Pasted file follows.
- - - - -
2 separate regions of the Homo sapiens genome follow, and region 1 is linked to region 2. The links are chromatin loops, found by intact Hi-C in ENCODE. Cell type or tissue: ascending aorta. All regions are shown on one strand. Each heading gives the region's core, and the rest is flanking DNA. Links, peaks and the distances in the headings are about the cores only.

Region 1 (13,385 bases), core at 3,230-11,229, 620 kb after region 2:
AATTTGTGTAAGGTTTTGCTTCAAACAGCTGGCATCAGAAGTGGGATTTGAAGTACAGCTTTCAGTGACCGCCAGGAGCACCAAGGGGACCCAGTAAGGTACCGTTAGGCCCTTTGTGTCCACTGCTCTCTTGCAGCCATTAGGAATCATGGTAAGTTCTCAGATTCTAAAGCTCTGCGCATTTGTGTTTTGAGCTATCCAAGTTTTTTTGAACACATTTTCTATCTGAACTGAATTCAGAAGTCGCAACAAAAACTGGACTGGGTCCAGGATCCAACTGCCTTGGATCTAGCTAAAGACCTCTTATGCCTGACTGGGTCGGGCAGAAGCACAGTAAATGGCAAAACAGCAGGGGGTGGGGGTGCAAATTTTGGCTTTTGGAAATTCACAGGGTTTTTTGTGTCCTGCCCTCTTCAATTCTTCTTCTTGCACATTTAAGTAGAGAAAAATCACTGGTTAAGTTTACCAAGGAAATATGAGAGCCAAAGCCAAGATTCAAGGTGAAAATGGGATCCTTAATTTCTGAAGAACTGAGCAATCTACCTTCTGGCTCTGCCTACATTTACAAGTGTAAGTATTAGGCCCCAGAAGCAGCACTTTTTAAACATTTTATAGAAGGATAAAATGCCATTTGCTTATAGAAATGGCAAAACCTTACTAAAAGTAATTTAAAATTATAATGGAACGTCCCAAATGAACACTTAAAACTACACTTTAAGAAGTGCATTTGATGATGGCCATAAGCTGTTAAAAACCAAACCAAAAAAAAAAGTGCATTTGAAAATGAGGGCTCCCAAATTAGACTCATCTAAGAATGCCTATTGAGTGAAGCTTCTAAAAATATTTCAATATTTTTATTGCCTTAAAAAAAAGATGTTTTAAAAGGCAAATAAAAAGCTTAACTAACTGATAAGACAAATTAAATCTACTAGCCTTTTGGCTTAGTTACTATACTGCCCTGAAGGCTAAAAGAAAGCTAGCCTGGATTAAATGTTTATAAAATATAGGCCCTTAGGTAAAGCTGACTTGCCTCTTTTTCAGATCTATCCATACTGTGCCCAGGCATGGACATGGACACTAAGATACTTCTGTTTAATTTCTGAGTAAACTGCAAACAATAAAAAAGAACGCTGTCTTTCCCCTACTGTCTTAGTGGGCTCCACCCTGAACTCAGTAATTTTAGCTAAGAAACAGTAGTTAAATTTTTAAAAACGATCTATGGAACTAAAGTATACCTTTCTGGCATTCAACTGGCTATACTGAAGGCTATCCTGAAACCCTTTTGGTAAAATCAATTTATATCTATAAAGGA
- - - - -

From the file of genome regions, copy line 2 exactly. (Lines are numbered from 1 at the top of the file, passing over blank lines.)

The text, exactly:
Region 1 (13,385 bases), core at 3,230-11,229, 620 kb after region 2: